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Texas Man Murdered and Dismembered Wife in Motel Room After She Told Police He Molested a Young Boy: Cops

Sean Dacko Preston

Sean Dacko Preston

A Texas man was arrested this week and accused of murdering and dismembering his wife in a motel room after she filed a police report saying she witnessed him sexually abuse a young boy.

Sean Dacko Preston was taken into custody on Wednesday and charged with one count of sexually assaulting a victim younger than 14 years old and one count of murder for allegedly killing 41-year-old Keysha Preston, city officials in Houston said in a press release.

According to court records obtained by the Houston Chronicle, investigators believe the suspect on Nov. 24 lured Keysha to his room at the Motel King located on Laura Koppe Road, where he killed her “by unknown manner and means.”

He then allegedly disposed of her body by chopping it up and stuffing it in a suitcase or duffle bag to facilitate its transportation. Keysha’s body has not yet been found, but authorities say they still have a bevy of evidence indicating she was killed by her ex-husband.

Police obtained surveillance footage from the motel, where Sean had been staying. The footage reportedly showed him and a woman entering his motel room together on Nov. 24. Hours later, the footage reportedly showed Sean exit the room carrying “what appeared to be heavy bags to his car,” per the Chronicle.

“He had a difficult time getting the suitcase or duffle bag on wheels down the stairs and had to use both hands to lift it into the trunk of the car,” the search warrant reportedly states.

Preston then appeared to leave the motel room for approximately an hour.

He reportedly returned to the room carrying the same bags, though they appeared to be much lighter than they were when he exited. Police said the victim was never shown leaving Sean’s hotel room.

Keysha’s mother also reportedly confirmed to police that he daughter is the woman shown in the video entering the motel room with Sean.

When she failed to show up for Thanksgiving dinner, Keysha’s family grew concerned. Her son reported her missing on Nov. 29 after an unnamed person called him and said Sean Preston had confessed to Keysha’s murder. Investigators interviewed the same caller who reportedly told them Sean had made requests for a “throw down vehicle” and “muriatic acid,” which is a heavy-duty cleaning agent.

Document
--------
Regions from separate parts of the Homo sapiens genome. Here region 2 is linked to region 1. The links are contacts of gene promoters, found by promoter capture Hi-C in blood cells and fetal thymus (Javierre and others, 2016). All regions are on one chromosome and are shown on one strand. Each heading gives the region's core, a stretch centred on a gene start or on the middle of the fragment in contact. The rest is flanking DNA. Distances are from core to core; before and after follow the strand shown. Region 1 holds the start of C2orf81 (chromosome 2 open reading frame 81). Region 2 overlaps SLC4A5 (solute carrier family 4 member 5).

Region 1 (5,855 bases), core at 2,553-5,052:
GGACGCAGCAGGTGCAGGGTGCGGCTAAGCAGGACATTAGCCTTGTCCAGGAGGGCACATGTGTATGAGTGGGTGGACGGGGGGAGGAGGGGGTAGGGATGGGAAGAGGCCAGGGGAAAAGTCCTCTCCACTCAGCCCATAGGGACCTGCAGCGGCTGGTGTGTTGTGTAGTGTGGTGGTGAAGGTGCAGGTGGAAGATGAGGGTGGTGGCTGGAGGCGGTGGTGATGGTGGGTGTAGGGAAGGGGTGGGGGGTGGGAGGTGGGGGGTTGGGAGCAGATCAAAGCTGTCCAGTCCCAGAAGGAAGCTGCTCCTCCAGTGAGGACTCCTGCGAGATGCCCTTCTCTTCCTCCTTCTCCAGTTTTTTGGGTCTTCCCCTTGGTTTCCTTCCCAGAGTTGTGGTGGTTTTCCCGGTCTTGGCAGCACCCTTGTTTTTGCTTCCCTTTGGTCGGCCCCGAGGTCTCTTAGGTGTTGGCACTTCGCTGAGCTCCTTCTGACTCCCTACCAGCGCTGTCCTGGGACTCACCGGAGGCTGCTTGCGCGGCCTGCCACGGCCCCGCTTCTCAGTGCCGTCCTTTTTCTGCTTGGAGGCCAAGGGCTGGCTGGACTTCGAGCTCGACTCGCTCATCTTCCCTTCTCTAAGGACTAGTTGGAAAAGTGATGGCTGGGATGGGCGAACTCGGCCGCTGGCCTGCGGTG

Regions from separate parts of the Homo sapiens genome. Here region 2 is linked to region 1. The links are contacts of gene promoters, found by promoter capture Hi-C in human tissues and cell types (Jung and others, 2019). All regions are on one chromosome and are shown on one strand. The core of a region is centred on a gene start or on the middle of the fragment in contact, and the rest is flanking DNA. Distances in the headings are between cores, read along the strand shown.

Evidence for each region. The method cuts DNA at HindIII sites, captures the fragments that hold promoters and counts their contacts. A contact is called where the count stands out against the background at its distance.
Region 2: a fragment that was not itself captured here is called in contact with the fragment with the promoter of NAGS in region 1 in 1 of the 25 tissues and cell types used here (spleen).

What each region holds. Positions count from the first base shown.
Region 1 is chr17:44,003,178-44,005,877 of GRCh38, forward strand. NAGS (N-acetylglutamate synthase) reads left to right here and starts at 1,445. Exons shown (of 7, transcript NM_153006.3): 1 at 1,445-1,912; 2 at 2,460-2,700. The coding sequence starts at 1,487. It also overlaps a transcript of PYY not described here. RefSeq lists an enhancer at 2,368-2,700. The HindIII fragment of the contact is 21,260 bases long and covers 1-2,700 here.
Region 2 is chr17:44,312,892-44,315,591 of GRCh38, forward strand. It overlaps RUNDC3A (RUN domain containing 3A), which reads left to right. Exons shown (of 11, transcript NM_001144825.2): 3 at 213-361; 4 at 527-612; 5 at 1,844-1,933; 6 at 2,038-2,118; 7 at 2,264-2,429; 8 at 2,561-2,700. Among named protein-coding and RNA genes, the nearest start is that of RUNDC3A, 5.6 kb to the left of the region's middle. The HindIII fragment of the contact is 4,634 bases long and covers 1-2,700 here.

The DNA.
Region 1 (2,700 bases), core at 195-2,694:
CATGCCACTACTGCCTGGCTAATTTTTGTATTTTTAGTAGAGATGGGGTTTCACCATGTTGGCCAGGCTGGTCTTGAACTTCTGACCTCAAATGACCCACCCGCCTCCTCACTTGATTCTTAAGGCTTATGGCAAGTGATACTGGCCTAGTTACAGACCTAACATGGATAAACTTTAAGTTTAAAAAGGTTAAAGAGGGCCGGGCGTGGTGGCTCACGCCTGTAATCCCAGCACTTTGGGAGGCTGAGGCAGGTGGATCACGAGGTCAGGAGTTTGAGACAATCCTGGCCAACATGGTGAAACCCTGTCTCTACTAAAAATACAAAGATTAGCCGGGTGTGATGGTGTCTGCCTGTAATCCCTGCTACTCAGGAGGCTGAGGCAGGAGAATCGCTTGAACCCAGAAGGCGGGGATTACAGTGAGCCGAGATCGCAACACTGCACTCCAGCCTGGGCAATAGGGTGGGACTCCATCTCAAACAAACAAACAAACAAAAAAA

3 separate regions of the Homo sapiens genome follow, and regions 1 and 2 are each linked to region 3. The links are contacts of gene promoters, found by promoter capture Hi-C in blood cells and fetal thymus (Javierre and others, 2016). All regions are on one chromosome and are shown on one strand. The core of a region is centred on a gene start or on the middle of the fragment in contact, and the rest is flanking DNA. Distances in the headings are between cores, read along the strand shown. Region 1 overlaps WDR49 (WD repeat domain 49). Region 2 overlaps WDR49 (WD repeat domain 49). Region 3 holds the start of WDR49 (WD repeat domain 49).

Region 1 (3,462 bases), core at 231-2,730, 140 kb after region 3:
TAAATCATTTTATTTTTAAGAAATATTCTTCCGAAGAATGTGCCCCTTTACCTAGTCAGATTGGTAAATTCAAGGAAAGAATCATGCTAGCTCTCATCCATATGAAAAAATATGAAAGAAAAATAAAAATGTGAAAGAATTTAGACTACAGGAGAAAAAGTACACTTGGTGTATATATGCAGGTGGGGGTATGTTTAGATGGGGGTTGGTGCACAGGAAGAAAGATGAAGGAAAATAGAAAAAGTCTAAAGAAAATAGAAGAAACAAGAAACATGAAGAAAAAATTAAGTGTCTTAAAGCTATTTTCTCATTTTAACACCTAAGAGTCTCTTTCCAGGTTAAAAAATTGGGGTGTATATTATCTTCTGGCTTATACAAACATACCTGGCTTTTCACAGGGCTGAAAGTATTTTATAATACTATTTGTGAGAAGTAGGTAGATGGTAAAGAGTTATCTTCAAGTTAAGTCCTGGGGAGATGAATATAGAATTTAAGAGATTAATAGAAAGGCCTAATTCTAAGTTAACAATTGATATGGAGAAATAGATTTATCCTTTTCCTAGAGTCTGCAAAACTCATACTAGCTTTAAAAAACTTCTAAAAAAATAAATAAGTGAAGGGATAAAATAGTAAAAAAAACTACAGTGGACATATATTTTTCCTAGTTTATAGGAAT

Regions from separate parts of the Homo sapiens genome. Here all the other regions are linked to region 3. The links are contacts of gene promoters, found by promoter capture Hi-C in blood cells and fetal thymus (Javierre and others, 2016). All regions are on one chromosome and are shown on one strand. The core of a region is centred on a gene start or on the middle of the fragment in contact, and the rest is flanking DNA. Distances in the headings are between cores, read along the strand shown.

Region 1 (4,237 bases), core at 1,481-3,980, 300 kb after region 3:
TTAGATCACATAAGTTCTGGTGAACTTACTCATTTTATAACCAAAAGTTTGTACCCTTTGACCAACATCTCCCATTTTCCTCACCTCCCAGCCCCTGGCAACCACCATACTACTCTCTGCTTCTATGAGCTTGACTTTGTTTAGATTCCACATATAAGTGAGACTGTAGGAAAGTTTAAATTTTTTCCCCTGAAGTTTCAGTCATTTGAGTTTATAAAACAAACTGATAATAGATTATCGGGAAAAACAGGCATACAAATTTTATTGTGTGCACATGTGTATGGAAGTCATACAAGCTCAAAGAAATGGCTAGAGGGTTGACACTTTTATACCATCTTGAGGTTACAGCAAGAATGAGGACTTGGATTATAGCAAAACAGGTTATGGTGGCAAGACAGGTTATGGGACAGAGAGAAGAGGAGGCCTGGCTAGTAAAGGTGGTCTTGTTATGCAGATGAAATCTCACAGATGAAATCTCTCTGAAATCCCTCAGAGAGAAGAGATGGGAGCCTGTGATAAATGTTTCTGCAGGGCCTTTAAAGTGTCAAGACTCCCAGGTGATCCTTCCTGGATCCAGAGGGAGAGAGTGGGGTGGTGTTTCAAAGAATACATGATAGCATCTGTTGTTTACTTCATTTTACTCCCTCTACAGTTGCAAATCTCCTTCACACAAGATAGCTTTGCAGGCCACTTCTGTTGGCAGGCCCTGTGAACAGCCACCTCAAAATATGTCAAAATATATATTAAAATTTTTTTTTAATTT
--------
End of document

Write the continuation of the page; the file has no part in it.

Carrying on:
The caller reportedly said he did not get Sean what he asked for, but said they met in person two days later and Sean’s face was scratched up like he’d recently been in a fight. Sean allegedly told the caller that Keysha was “no longer a problem,” before leveling a threat.

“If you don’t want to end up like Keysha then keep your mouth shut,” Preston reportedly said, according to the search warrant. He added that only three people were aware he killed Keysha.

Keysha was reportedly also a potential witness for the state in the sexual assault of a minor charges Sean now faces. Per the report, a young family member told police that Sean touched him inappropriately on several occasions, usually when he was drunk. The boy reportedly told Keysha about the assaults, which she initially believed was nothing more than him “embellishing” until she told police she witnessed Sean molest the child firsthand.

“[Keysha] called police the next day to make a report,” investigators wrote in the charging documents.

Authorities first spoke to the suspect about the sexual assault allegations only nine days before Keysha went missing.

Sean Preston reportedly denied the allegations, telling police she “likes to call in false CPS reports in hopes to stop the divorce,” the Chronicle reported.

He is currently being held at a Harris County jail facility. A judge set Preston’s bond at $2,000,000 for the murder charge and $250,000 for the sexual assault charge, online records show.

[image via Houston PD]

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Jerry Lambe is a journalist at Law&Crime. He is a graduate of Georgetown University and New York Law School and previously worked in financial securities compliance and Civil Rights employment law.